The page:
It’s International Haiku Day, so we went digging for our own poetic hero

What we can all learn from a 19th Century Scotsman

The beautiful tradition of Haiku. Credit: Basho Horohoroto

Today is International Haiku Poetry Day. A theme that immediately takes us to a beautiful babbling brook, water gently rolling over rocks – calm serenity… Got lost in the beauty there for a moment, sorry. Well clearly that is all a bit too perfect for us, so we took the nudge to find who the great master of Floundering poetry is. Like that friend that always sings along in the car like they’re the next Winehouse despite your begging and pleading to make it stop. That’s who we want. Well after a good old dig we have discovered William Topaz McGonagall – a man after our own heart.

William Topaz Mcgonagall was a Scottish poet born in 1825. At some point he felt called to tell the tales of disasters and great events in the long standing tradition of narrative ballads. Someone had to document these moments and this form of poetry was one of the ways that news could be spread throughout the land… Unfortunately for the people of the land, they had men like William delivering such news in poetic form and in all honesty, he was truly terrible at his work. Imagine Rupert Murdoch granting his gang poetic license… it doesn’t bear thinking about. 

Here are some snippets of Williams most famously dreadful effort (we won’t make you read the whole thing) – a piece that truly shows off the breadth of his vision and mastery of rhyme;

The man, the myth, legend. Credit: CC

“Beautiful Railway Bridge of the Silv’ry Tay!

Alas! I am very sorry to say,

That ninety lives have been taken away,

On the last Sabbath day of 1879,

Which will be remember’d for a very long time”

You can see why his critics had plenty to say. Somehow he does actually manage to save the best ’till last;

“I must now conclude my lay

By telling the world fearlessly without the least dismay,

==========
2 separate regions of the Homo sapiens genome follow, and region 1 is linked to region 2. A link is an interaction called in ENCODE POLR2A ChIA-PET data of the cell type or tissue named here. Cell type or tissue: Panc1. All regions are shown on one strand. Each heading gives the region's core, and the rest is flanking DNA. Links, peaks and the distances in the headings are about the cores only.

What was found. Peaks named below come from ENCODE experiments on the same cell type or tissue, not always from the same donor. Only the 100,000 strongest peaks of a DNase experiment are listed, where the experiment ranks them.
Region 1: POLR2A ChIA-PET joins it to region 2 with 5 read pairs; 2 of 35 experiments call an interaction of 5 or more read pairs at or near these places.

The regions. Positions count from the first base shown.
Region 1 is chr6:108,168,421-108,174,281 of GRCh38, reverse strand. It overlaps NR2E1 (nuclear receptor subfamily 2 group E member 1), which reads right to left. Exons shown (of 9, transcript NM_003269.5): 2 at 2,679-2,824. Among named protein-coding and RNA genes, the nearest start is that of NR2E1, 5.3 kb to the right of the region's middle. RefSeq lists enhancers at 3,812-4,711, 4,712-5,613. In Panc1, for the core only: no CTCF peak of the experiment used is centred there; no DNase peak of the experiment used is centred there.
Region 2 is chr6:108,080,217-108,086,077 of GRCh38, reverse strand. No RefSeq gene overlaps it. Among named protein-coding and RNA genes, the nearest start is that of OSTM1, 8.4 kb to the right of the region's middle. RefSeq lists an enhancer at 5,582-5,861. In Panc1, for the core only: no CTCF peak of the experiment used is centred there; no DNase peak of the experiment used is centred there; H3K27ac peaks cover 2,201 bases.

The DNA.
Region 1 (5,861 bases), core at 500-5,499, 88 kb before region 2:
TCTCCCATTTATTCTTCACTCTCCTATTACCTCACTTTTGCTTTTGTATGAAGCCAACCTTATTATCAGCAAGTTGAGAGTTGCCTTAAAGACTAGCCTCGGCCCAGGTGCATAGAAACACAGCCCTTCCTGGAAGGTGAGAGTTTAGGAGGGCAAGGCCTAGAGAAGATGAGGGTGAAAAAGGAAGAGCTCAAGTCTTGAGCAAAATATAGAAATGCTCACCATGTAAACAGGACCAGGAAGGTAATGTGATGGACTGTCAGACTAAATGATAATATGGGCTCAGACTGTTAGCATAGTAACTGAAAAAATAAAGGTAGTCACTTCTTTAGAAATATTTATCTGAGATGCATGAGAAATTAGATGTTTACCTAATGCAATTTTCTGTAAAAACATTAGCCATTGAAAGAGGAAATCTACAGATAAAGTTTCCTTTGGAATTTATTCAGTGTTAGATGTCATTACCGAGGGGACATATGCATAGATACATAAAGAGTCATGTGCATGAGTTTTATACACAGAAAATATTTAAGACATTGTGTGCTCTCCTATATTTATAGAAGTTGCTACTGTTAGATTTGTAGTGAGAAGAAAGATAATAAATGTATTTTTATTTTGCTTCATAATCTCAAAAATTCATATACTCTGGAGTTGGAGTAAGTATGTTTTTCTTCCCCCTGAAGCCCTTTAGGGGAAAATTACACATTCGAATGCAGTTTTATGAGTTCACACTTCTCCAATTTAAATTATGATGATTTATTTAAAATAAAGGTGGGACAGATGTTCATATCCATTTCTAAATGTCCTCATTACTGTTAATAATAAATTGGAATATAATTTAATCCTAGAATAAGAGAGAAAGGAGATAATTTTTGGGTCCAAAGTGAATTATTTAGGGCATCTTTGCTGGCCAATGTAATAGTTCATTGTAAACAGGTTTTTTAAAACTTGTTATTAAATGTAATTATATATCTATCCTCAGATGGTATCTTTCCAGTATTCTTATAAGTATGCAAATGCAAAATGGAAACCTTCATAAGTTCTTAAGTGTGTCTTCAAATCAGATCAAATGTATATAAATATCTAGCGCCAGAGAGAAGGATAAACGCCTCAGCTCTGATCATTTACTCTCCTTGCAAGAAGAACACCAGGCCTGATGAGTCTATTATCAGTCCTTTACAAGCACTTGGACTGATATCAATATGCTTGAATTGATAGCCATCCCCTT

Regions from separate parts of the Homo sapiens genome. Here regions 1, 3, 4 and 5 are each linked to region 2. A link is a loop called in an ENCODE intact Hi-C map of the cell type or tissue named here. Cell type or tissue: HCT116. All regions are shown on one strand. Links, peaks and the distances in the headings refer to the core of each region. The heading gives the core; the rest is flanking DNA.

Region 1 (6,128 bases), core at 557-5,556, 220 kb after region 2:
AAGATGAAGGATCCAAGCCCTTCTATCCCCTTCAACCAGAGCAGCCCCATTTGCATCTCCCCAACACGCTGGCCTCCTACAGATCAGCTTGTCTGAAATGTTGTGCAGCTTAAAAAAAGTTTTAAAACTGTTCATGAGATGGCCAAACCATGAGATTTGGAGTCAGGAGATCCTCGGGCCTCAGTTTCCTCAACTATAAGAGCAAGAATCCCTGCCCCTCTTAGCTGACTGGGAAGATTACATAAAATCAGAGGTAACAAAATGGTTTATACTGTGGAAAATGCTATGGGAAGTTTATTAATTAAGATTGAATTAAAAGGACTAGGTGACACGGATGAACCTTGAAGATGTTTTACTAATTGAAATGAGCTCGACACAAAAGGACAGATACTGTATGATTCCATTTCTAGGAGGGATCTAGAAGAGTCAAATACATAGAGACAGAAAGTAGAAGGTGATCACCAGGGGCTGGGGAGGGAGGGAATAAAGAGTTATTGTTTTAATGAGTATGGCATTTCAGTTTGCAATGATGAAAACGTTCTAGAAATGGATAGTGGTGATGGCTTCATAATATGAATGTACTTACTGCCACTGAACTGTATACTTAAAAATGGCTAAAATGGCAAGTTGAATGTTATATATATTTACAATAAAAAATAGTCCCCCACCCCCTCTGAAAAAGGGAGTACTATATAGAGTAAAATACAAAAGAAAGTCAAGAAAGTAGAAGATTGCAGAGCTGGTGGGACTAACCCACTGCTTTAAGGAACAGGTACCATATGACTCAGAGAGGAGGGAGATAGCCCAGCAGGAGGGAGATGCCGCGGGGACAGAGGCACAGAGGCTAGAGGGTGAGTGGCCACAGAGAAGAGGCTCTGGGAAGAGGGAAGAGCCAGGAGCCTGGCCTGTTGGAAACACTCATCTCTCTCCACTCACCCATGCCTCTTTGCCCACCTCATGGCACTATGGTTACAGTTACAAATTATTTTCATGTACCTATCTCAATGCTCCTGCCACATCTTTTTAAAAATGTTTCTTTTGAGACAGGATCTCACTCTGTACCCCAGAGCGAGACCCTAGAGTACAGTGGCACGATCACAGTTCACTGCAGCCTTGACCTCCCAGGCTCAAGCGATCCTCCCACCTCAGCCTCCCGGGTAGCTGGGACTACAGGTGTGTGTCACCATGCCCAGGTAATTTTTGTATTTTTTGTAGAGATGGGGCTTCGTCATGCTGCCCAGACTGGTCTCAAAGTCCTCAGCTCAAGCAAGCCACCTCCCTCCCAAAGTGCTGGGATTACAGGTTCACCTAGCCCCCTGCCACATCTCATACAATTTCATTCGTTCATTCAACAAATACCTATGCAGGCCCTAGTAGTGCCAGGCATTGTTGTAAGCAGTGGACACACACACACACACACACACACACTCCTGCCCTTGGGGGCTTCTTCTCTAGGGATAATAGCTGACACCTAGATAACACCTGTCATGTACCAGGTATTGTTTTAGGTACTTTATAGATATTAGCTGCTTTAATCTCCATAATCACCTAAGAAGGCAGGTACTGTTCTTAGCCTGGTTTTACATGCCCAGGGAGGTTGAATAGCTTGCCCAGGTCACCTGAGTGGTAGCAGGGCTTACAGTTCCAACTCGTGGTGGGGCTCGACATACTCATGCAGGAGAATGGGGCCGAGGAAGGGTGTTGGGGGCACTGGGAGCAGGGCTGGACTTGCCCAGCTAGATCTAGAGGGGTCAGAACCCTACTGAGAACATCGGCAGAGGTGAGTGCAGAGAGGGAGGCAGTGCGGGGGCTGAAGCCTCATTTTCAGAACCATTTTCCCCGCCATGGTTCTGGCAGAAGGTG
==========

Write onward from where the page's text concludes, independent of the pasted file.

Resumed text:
That your central girders would not have given way,

At least many sensible men do say,

Had they been supported on each side with buttresses,

At least many sensible men confesses,

For the stronger we our houses do build,

The less chance we have of being killed.”

Only a poetic visionary could casually throw in words like “girders” and “buttresses”. The best thing about this tale is that apparently William didn’t care in the slightest that his peers thought he was a joke. He thought he was so good that he actually wrote to Queen Victoria for support. After a rejection he then walked 60 miles from Dundee to Balmoral – announcing himself as “the Queens poet” to the guards in an attempt to get face time with the woman herself. You have to love this guy. Bravo you brilliant disillusioned determinist! William lived a strange and boozy life and has gone down in history as possibly the worst poet the nation has seen – but we think he is an absolute inspiration. When was the last time you did your 60 mile walk to grab your moment? We tried couch to 5k and that flopped on day one. So, dearest William, thank you for kick up the bum to have some conviction and trust our process. 

For more bad poetry check out our last podcast where we spoke to Andrew Lloyd, a writer and journalist who challenged himself to become insta famous with the worst rhymes he could muster.